Marc Moniatte

Eawag: Das Wasserforschungs-Institut des ETH-Bereichs, Duebendorf, Zurich, Switzerland

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Publications (17)118.29 Total impact

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    ABSTRACT: Mycobacterium tuberculosis has a remarkable ability to persist within the human host as a clinically inapparent or chronically active infection. Fatty acids are thought to be an important carbon source used by the bacteria during long-term infection. Catabolism of fatty acids requires reprogramming of metabolic networks, and enzymes central to this reprogramming have been targeted for drug discovery. Mycobacterium smegmatis, a non-pathogenic relative of M. tuberculosis, is often used as a model system owing to the similarity of basic cellular processes in these two species. Here, we take a quantitative proteomics-based approach to achieve a global view of how the M. smegmatis metabolic network adjusts to utilization of fatty acids as a carbon source. Two-dimensional liquid chromatography and mass spectrometry of isotopically-labeled proteins identified a total of 3,067 proteins with high confidence. This number corresponds to 44% of the predicted M. smegmatis proteome and includes most of the predicted metabolic enzymes. Compared to glucose-grown cells, 162 proteins showed differential abundance in acetate- or propionate-grown cells. Among these, acetate-grown cells showed higher abundance of proteins that could constitute a functional glycerate pathway. Gene inactivation experiments confirmed that both the glyoxylate shunt and the glycerate pathway are operational in M. smegmatis. In addition to proteins with annotated functions, we demonstrate carbon source-dependent differential abundance of proteins that have not been functionally characterized. These proteins might play as- yet-unidentified roles in mycobacterial carbon metabolism. This study reveals several novel features of carbon assimilation in M. smegmatis, which suggests significant functional plasticity of metabolic networks in this organism.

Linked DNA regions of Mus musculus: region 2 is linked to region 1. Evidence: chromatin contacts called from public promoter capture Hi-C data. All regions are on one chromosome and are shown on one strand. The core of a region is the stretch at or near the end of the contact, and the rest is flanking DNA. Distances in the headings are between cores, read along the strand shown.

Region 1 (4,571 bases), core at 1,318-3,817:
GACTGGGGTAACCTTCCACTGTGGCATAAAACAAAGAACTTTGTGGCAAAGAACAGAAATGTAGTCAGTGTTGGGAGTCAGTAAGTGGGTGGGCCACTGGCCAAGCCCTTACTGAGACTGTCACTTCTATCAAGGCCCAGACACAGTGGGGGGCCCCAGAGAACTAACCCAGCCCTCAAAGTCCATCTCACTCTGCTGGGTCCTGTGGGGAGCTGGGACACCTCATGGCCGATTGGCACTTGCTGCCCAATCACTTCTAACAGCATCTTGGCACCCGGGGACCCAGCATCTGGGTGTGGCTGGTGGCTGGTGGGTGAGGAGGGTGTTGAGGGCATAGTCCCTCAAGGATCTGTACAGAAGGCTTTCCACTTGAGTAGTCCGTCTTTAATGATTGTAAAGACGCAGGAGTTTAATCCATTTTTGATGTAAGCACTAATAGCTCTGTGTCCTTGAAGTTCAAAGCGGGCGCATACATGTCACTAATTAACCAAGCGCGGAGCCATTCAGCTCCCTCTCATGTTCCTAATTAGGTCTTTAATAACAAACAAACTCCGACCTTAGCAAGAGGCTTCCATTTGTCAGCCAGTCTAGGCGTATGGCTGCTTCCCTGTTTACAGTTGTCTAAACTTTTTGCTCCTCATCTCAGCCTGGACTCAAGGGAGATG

Molecular & cellular proteomics : MCP. 07/2014;
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    ABSTRACT: The controlled delivery of antibodies by immunoisolated bioimplants containing genetically engineered cells is an attractive and safe approach for chronic treatments. To reach therapeutic antibody levels there is a need to generate renewable cell lines, which can long-term survive in macroencapsulation devices while maintaining high antibody specific productivity. Here we have developed a dual lentiviral vector strategy for the genetic engineering of cell lines compatible with macroencapsulation, using separate vectors encoding IgG light and heavy chains. We show that IgG expression level can be maximized as a function of vector dose and transgene ratio. This approach allows for the generation of stable populations of IgG-expressing C2C12 mouse myoblasts, and for the subsequent isolation of clones stably secreting high IgG levels. Moreover, we demonstrate that cell transduction using this lentiviral system leads to the production of a functional glycosylated antibody by myogenic cells. Subsequent implantation of antibody-secreting cells in a high-capacity macroencapsulation device enables continuous delivery of recombinant antibodies in the mouse subcutaneous tissue, leading to substantial levels of therapeutic IgG detectable in the plasma.